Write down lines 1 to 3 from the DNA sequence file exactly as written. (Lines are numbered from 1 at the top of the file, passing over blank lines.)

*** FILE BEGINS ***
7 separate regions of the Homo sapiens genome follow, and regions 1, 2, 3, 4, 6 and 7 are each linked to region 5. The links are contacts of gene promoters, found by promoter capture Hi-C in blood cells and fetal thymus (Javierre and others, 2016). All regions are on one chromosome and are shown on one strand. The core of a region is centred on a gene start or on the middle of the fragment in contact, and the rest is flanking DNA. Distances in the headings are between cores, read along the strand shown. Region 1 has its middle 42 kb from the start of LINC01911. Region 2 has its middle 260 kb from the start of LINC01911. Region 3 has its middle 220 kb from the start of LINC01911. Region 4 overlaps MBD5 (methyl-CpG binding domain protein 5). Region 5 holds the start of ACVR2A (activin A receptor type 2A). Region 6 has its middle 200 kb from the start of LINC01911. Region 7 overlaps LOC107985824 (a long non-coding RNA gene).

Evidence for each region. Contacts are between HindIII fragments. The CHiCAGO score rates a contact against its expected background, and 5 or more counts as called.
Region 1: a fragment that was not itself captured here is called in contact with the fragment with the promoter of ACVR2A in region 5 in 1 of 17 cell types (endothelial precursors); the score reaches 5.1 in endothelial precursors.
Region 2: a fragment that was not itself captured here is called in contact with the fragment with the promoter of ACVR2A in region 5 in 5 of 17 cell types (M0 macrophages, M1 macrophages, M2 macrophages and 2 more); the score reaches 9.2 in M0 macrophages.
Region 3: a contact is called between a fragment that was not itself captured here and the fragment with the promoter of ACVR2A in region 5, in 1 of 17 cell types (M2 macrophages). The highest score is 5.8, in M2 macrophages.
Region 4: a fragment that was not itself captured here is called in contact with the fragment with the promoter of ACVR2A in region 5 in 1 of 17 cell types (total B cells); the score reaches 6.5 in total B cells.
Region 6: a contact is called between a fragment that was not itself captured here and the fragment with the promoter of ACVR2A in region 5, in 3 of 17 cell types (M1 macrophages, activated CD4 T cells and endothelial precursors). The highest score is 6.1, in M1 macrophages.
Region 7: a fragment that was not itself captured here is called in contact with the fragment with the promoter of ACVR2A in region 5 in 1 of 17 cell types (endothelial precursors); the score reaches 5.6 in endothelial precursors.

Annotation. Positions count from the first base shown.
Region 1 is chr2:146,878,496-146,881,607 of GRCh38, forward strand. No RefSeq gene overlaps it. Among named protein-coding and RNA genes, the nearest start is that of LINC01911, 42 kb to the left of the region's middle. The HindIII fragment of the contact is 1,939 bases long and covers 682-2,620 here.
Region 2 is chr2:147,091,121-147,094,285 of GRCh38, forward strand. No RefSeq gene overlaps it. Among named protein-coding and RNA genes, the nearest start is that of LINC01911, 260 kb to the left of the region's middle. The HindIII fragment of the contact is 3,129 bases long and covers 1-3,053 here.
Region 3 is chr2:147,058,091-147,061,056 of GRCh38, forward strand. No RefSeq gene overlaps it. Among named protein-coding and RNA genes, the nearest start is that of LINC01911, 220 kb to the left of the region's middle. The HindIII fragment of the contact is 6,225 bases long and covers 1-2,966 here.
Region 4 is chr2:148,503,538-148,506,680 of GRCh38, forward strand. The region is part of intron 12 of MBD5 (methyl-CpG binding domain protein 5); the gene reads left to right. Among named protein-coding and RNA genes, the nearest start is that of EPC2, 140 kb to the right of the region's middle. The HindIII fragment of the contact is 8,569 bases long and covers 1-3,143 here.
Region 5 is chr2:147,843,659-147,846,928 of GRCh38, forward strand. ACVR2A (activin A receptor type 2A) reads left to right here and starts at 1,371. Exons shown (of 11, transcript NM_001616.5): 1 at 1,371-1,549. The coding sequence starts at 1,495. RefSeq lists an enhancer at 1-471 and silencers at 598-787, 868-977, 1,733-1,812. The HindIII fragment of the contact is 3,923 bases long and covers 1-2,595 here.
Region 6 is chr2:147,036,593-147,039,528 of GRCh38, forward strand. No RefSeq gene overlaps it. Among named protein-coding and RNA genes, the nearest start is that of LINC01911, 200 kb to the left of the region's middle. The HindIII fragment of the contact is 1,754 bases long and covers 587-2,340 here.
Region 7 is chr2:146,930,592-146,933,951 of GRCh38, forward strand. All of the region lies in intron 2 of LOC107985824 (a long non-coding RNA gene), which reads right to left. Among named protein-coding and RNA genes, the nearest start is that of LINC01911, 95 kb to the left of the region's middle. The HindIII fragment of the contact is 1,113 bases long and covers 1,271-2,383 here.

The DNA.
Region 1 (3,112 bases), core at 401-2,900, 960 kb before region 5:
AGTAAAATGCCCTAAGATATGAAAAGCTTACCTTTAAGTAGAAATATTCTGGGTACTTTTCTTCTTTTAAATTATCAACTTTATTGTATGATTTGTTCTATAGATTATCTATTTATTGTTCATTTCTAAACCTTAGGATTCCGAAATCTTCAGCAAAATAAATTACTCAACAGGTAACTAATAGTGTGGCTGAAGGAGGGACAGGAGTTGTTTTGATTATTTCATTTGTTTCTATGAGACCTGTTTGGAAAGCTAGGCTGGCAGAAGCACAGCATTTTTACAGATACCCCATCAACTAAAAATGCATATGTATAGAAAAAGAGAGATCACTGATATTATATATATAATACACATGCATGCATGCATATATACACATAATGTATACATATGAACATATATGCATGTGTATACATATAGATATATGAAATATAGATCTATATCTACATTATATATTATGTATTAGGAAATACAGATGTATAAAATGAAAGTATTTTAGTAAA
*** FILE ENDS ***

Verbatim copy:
7 separate regions of the Homo sapiens genome follow, and regions 1, 2, 3, 4, 6 and 7 are each linked to region 5. The links are contacts of gene promoters, found by promoter capture Hi-C in blood cells and fetal thymus (Javierre and others, 2016). All regions are on one chromosome and are shown on one strand. The core of a region is centred on a gene start or on the middle of the fragment in contact, and the rest is flanking DNA. Distances in the headings are between cores, read along the strand shown. Region 1 has its middle 42 kb from the start of LINC01911. Region 2 has its middle 260 kb from the start of LINC01911. Region 3 has its middle 220 kb from the start of LINC01911. Region 4 overlaps MBD5 (methyl-CpG binding domain protein 5). Region 5 holds the start of ACVR2A (activin A receptor type 2A). Region 6 has its middle 200 kb from the start of LINC01911. Region 7 overlaps LOC107985824 (a long non-coding RNA gene).

Evidence for each region. Contacts are between HindIII fragments. The CHiCAGO score rates a contact against its expected background, and 5 or more counts as called.
Region 1: a fragment that was not itself captured here is called in contact with the fragment with the promoter of ACVR2A in region 5 in 1 of 17 cell types (endothelial precursors); the score reaches 5.1 in endothelial precursors.